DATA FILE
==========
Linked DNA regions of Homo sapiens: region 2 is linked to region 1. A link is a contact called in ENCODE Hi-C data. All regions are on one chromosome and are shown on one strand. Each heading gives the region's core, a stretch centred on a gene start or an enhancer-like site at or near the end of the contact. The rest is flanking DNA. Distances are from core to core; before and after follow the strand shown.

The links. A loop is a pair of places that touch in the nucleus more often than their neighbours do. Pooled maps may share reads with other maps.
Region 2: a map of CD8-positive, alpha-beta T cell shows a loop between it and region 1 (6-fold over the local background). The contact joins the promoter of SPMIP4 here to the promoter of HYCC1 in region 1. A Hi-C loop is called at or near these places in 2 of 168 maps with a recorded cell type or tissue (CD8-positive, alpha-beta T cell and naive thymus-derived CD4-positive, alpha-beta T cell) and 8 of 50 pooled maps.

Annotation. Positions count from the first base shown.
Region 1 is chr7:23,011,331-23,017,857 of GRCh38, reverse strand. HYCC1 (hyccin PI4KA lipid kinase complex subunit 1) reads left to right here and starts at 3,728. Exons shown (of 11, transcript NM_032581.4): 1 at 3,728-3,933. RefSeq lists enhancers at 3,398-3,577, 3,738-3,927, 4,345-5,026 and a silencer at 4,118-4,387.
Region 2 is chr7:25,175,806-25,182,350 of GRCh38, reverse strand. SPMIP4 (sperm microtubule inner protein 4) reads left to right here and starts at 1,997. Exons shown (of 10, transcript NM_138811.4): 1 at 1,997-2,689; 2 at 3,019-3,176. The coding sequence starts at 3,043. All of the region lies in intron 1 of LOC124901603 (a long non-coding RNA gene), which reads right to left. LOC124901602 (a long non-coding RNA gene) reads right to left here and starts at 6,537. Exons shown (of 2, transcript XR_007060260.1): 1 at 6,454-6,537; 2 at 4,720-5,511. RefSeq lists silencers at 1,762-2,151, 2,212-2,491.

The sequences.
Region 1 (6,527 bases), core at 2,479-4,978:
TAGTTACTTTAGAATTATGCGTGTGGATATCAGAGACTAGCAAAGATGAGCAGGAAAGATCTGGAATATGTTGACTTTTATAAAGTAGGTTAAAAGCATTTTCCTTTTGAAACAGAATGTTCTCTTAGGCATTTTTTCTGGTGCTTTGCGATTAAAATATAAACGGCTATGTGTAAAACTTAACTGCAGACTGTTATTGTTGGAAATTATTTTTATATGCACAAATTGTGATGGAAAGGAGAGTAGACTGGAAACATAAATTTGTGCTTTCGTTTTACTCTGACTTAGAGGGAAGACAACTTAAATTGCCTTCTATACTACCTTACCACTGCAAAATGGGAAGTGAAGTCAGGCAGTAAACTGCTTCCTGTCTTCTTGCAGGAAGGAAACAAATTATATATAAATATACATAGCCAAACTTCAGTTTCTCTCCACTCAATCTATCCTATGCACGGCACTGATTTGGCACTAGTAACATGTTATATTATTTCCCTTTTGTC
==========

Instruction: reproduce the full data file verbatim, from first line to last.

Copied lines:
Linked DNA regions of Homo sapiens: region 2 is linked to region 1. A link is a contact called in ENCODE Hi-C data. All regions are on one chromosome and are shown on one strand. Each heading gives the region's core, a stretch centred on a gene start or an enhancer-like site at or near the end of the contact. The rest is flanking DNA. Distances are from core to core; before and after follow the strand shown.

The links. A loop is a pair of places that touch in the nucleus more often than their neighbours do. Pooled maps may share reads with other maps.
Region 2: a map of CD8-positive, alpha-beta T cell shows a loop between it and region 1 (6-fold over the local background). The contact joins the promoter of SPMIP4 here to the promoter of HYCC1 in region 1. A Hi-C loop is called at or near these places in 2 of 168 maps with a recorded cell type or tissue (CD8-positive, alpha-beta T cell and naive thymus-derived CD4-positive, alpha-beta T cell) and 8 of 50 pooled maps.

Annotation. Positions count from the first base shown.
Region 1 is chr7:23,011,331-23,017,857 of GRCh38, reverse strand. HYCC1 (hyccin PI4KA lipid kinase complex subunit 1) reads left to right here and starts at 3,728. Exons shown (of 11, transcript NM_032581.4): 1 at 3,728-3,933. RefSeq lists enhancers at 3,398-3,577, 3,738-3,927, 4,345-5,026 and a silencer at 4,118-4,387.
Region 2 is chr7:25,175,806-25,182,350 of GRCh38, reverse strand. SPMIP4 (sperm microtubule inner protein 4) reads left to right here and starts at 1,997. Exons shown (of 10, transcript NM_138811.4): 1 at 1,997-2,689; 2 at 3,019-3,176. The coding sequence starts at 3,043. All of the region lies in intron 1 of LOC124901603 (a long non-coding RNA gene), which reads right to left. LOC124901602 (a long non-coding RNA gene) reads right to left here and starts at 6,537. Exons shown (of 2, transcript XR_007060260.1): 1 at 6,454-6,537; 2 at 4,720-5,511. RefSeq lists silencers at 1,762-2,151, 2,212-2,491.

The sequences.
Region 1 (6,527 bases), core at 2,479-4,978:
TAGTTACTTTAGAATTATGCGTGTGGATATCAGAGACTAGCAAAGATGAGCAGGAAAGATCTGGAATATGTTGACTTTTATAAAGTAGGTTAAAAGCATTTTCCTTTTGAAACAGAATGTTCTCTTAGGCATTTTTTCTGGTGCTTTGCGATTAAAATATAAACGGCTATGTGTAAAACTTAACTGCAGACTGTTATTGTTGGAAATTATTTTTATATGCACAAATTGTGATGGAAAGGAGAGTAGACTGGAAACATAAATTTGTGCTTTCGTTTTACTCTGACTTAGAGGGAAGACAACTTAAATTGCCTTCTATACTACCTTACCACTGCAAAATGGGAAGTGAAGTCAGGCAGTAAACTGCTTCCTGTCTTCTTGCAGGAAGGAAACAAATTATATATAAATATACATAGCCAAACTTCAGTTTCTCTCCACTCAATCTATCCTATGCACGGCACTGATTTGGCACTAGTAACATGTTATATTATTTCCCTTTTGTC